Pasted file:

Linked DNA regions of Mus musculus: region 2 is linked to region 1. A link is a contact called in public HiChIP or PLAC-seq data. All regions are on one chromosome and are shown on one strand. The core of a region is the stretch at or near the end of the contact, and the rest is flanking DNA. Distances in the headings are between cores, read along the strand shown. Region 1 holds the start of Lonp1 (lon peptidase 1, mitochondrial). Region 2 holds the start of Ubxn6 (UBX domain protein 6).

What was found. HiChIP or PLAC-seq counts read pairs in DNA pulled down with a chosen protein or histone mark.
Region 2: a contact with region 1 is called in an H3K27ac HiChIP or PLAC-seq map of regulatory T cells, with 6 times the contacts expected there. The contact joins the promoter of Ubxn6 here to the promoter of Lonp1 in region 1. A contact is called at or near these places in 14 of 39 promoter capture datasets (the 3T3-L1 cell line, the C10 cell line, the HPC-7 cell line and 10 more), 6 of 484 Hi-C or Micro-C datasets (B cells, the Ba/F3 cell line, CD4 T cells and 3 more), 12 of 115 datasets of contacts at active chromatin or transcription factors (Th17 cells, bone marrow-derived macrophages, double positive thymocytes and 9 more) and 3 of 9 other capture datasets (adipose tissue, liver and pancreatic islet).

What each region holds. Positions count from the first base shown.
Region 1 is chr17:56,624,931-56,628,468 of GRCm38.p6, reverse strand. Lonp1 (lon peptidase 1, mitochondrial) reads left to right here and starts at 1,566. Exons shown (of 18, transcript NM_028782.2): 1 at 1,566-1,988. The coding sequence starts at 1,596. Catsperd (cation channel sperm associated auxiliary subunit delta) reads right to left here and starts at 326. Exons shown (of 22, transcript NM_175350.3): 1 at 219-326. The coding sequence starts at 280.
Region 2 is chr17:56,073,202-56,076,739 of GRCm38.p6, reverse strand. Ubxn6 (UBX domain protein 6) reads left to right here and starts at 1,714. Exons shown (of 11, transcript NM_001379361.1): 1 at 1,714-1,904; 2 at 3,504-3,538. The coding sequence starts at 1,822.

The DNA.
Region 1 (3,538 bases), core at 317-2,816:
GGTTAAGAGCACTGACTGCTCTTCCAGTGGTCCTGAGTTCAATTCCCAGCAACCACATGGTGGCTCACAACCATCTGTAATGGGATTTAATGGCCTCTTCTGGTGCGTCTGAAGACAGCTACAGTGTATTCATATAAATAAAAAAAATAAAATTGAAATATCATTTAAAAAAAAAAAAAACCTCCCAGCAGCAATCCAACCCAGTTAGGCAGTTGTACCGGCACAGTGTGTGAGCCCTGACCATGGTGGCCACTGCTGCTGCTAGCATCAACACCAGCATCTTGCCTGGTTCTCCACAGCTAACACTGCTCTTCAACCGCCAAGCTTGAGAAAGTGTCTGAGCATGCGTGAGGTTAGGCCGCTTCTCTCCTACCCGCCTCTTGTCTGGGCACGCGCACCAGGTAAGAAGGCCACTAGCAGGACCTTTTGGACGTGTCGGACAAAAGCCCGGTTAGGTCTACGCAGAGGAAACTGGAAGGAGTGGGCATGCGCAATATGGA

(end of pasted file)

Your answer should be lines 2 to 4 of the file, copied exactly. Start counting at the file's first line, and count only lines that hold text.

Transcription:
What was found. HiChIP or PLAC-seq counts read pairs in DNA pulled down with a chosen protein or histone mark.
Region 2: a contact with region 1 is called in an H3K27ac HiChIP or PLAC-seq map of regulatory T cells, with 6 times the contacts expected there. The contact joins the promoter of Ubxn6 here to the promoter of Lonp1 in region 1. A contact is called at or near these places in 14 of 39 promoter capture datasets (the 3T3-L1 cell line, the C10 cell line, the HPC-7 cell line and 10 more), 6 of 484 Hi-C or Micro-C datasets (B cells, the Ba/F3 cell line, CD4 T cells and 3 more), 12 of 115 datasets of contacts at active chromatin or transcription factors (Th17 cells, bone marrow-derived macrophages, double positive thymocytes and 9 more) and 3 of 9 other capture datasets (adipose tissue, liver and pancreatic islet).

What each region holds. Positions count from the first base shown.